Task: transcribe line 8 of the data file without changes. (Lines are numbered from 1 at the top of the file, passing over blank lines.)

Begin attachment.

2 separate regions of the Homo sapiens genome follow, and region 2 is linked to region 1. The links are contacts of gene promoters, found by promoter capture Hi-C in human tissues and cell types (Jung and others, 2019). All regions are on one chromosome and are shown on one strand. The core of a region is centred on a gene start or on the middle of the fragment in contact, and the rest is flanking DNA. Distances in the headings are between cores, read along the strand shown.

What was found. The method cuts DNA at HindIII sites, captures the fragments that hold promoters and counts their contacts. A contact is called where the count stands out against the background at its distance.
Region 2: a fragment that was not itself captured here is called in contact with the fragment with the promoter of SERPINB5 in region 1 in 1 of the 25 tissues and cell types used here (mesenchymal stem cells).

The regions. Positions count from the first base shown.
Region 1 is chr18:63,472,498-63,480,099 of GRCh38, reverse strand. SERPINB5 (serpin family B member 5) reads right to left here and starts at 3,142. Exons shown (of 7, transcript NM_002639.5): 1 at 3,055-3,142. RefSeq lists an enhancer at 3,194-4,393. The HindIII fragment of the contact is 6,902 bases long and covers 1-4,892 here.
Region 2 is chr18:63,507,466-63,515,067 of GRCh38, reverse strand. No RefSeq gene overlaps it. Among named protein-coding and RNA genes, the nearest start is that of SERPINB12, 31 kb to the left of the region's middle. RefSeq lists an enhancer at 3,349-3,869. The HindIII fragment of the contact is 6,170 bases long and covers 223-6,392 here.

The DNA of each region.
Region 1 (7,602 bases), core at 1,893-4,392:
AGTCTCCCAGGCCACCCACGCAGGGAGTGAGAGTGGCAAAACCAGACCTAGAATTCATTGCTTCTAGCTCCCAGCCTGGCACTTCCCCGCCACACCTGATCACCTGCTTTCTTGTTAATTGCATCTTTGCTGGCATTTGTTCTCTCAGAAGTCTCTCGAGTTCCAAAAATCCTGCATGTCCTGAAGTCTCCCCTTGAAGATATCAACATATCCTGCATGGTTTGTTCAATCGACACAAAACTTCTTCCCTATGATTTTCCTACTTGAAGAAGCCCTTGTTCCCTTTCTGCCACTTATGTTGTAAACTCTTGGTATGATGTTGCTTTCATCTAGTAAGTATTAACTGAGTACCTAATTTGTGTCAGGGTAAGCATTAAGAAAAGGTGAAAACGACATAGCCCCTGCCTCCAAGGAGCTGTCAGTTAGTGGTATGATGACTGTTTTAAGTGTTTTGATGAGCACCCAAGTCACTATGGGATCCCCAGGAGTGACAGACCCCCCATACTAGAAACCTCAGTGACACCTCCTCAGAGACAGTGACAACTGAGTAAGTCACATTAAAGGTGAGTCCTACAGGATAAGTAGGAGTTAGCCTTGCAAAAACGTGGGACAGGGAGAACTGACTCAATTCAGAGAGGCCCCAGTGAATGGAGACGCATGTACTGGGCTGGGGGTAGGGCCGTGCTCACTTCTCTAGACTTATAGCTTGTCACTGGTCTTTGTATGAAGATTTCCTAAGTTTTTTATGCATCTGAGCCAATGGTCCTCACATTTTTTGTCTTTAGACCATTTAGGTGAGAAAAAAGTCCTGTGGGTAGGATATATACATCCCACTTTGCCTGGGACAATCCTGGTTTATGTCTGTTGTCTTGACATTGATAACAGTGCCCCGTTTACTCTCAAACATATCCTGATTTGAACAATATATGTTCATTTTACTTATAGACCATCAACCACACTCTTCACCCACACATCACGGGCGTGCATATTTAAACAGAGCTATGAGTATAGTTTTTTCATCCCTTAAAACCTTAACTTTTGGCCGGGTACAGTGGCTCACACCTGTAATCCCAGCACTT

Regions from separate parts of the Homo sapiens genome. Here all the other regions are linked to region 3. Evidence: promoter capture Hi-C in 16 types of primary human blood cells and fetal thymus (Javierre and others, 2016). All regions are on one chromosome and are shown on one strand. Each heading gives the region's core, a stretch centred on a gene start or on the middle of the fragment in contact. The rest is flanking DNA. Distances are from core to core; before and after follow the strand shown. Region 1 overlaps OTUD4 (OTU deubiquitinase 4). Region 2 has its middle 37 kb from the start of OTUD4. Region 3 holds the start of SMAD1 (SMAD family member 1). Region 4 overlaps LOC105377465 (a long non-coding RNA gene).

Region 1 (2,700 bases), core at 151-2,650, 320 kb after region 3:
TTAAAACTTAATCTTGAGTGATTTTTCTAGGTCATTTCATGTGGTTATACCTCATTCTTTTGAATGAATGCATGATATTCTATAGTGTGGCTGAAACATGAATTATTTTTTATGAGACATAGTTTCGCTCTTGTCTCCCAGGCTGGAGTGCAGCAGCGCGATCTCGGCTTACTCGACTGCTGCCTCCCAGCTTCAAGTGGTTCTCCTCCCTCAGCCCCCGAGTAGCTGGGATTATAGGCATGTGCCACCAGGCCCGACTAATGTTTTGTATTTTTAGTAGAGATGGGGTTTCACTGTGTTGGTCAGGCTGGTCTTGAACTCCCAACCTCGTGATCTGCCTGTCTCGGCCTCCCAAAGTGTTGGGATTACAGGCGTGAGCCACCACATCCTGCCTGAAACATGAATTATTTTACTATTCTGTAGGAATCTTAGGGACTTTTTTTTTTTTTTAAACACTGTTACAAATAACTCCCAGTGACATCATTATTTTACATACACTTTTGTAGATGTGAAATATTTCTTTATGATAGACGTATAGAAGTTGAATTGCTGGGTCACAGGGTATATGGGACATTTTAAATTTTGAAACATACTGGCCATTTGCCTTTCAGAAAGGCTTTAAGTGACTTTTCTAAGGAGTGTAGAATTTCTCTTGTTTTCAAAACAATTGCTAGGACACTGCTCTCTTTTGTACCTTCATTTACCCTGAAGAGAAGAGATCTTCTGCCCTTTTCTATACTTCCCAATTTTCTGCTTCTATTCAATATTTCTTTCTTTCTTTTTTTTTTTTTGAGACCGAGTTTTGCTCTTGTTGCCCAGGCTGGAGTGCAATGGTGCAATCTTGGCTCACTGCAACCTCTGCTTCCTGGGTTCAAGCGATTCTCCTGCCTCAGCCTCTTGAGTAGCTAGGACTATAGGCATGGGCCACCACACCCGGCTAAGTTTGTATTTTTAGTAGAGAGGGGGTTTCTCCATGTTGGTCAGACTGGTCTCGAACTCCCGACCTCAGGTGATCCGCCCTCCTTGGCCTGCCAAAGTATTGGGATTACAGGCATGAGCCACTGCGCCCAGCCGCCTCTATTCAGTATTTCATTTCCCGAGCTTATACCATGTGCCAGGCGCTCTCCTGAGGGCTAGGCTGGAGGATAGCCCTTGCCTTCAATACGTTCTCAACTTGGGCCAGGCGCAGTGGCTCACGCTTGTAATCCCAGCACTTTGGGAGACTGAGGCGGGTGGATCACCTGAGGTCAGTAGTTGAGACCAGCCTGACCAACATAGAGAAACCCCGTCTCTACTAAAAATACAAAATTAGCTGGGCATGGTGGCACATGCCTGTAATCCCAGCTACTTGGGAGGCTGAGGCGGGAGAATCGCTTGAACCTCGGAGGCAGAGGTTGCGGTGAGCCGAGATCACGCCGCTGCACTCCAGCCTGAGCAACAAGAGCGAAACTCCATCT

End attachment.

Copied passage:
Region 1 (7,602 bases), core at 1,893-4,392: